"In my experience, desire is desire, love is love. I have never fallen in love with a gender. I have fallen for individuals. I know this is hard for people to do, but I don't understand why it's so hard, when it's so obvious."- Every Day, David Levithan
A is not a boy, not a girl, not even someone in-between. He just exists. He goes from one person's body and takes over for a day. One day, he took over Justin's body and fell in love with Rhiannon, Justin's girlfriend.
This is A's journey in striving hard to keep Rhiannon constant in his life which was never-- and will never be constant.
Every Day's story is unique and original. My sister told me to read it for booktubeathon but I was already looking forward to plowing through this book since I read about its plot. The uniqueness of the plot and the protagonist was already interesting enough. A's world was properly explained and built for you.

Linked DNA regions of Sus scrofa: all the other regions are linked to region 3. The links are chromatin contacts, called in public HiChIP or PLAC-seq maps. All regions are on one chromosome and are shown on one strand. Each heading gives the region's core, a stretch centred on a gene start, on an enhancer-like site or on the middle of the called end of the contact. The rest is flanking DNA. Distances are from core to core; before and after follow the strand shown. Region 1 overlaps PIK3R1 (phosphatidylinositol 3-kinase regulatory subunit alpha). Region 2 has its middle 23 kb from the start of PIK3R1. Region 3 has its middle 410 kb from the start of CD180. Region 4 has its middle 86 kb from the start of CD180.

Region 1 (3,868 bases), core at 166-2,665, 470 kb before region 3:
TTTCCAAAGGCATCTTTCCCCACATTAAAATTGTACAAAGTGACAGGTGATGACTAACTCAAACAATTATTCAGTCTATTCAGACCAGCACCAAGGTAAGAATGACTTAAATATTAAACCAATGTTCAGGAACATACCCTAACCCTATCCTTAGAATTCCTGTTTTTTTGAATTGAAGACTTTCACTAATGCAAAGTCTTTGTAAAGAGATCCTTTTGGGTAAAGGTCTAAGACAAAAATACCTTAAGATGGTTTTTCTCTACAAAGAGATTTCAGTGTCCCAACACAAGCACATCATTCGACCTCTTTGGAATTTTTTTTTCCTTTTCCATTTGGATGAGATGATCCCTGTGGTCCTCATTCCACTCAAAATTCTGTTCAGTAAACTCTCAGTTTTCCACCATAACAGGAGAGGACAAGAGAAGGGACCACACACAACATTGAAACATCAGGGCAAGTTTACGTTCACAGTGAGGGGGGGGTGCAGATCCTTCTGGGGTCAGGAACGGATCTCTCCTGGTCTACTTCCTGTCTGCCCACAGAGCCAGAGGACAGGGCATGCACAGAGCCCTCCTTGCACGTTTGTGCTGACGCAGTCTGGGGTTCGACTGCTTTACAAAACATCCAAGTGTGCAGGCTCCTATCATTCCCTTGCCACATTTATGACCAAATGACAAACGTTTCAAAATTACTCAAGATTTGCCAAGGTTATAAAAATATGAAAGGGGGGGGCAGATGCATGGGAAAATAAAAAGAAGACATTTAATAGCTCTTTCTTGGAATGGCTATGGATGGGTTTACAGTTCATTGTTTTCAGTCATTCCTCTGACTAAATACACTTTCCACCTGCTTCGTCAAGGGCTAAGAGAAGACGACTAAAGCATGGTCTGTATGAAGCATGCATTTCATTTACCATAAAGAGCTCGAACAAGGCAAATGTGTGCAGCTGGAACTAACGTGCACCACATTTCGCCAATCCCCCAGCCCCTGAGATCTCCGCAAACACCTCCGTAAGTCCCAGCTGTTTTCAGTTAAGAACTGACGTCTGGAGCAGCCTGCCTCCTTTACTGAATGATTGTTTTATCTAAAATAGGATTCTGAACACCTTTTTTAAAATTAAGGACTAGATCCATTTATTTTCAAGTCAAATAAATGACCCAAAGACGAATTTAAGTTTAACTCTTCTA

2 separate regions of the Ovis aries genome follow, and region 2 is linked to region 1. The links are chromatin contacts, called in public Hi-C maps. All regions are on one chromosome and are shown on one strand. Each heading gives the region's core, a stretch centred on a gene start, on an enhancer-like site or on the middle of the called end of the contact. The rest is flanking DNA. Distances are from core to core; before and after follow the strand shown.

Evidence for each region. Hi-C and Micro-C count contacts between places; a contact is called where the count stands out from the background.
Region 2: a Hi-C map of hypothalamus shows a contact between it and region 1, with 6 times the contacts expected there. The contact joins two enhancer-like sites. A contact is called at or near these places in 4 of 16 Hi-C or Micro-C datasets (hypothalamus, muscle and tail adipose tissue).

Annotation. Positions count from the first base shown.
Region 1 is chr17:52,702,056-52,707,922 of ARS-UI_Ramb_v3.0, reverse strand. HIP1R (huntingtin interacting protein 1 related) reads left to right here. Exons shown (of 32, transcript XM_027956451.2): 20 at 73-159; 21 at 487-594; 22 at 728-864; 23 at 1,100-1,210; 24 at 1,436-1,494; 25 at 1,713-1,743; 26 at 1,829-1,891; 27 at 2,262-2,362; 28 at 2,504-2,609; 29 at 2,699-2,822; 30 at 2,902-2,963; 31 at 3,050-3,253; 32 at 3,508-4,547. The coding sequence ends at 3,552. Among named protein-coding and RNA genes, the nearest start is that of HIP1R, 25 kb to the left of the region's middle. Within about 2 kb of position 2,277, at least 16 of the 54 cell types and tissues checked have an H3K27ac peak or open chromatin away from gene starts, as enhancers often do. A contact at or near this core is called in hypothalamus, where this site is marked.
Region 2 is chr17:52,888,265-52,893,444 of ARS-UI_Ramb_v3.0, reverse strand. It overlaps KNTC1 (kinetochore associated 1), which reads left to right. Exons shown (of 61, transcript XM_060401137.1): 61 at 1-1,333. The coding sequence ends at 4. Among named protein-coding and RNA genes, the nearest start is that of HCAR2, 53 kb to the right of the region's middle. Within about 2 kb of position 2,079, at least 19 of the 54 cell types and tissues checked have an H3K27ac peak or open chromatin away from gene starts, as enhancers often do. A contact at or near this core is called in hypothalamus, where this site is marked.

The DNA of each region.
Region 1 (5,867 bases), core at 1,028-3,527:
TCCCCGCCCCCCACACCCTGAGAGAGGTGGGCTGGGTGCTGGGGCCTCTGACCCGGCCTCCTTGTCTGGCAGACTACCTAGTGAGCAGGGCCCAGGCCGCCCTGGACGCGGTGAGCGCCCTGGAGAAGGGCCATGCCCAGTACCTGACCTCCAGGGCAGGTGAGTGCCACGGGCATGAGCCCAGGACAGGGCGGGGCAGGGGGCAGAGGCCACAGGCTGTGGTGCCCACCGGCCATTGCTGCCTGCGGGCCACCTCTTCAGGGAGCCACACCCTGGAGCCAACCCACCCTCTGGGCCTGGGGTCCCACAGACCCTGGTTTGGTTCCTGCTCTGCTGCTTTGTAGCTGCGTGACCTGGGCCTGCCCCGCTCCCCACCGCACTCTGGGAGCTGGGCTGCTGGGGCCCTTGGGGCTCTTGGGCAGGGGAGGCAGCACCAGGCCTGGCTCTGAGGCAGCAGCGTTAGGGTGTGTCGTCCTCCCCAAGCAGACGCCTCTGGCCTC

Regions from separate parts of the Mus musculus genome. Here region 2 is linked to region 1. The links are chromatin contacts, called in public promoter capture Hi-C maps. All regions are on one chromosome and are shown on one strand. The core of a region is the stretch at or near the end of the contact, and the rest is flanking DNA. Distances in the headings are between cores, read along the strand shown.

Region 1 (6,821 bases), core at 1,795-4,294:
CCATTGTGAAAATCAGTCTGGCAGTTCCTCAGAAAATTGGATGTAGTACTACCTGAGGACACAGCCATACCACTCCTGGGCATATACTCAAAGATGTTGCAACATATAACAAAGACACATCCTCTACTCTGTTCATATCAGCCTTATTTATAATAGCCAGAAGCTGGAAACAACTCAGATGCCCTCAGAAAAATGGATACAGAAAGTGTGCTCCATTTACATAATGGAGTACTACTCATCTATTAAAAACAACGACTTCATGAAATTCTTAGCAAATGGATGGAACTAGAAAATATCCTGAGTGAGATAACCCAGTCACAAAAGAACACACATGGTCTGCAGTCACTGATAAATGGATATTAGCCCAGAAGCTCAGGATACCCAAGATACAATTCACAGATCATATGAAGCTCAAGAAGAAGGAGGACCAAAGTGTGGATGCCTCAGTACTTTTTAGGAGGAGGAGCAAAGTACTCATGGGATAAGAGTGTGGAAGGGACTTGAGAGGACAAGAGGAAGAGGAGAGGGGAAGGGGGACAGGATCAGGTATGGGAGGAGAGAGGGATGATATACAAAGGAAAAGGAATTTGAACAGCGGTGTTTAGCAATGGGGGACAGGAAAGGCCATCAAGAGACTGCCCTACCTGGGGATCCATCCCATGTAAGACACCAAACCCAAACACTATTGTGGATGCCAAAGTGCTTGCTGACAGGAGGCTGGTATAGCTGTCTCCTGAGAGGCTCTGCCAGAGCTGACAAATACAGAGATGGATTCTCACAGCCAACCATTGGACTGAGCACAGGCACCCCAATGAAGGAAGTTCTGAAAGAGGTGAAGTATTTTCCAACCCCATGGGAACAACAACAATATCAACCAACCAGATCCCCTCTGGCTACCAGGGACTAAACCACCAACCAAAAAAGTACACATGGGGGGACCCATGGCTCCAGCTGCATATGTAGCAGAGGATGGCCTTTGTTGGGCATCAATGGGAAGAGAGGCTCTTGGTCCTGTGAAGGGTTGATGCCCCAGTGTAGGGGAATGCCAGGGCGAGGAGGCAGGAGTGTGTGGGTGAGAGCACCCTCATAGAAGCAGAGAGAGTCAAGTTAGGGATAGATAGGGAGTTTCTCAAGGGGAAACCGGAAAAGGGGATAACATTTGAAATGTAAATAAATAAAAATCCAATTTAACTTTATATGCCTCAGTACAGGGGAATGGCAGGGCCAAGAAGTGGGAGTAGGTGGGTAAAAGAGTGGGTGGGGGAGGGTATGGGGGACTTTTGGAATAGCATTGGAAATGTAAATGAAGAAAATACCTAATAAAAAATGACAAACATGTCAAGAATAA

A forced himself to have a constant which is Rhiannon. But A's life is constantly changing-- everything changed every single day.
The story permits us to enter the mind of an individual who loves and feels and is not a boy or a girl, or a transgender, etc. Yes, A certainly had problems with the people he inhabited but it wasn't them we were knowing even if we found out about their lives. It was A that is talking about what was in his head and heart.
The good thing I learned in this book was that there was no biology related in this book. A wasn't anything, he just had this mind, awareness, or heart (in a metaphorical way). He felt, and in Every Day, we learn how it is more important that we feel and think sincere instead of what we are.
However, the downside in this novel was A being obsessed with Rhiannon. He technically risked the bodies, and yes, even the lives of these people. He may be an individual to be respected, but didn't he at least think about the lives of these people? They're also individuals, and if I were to let someone borrow my life, I want it to be used for something more productive and meaningful. A has a right to love, but I think loving also has to compliment a responsibility-- love is responsibility as well, any way.
This story, for short, is a story of the concept of biology being separated from the concept of love and feelings. It is a story of learning to love and permitting change.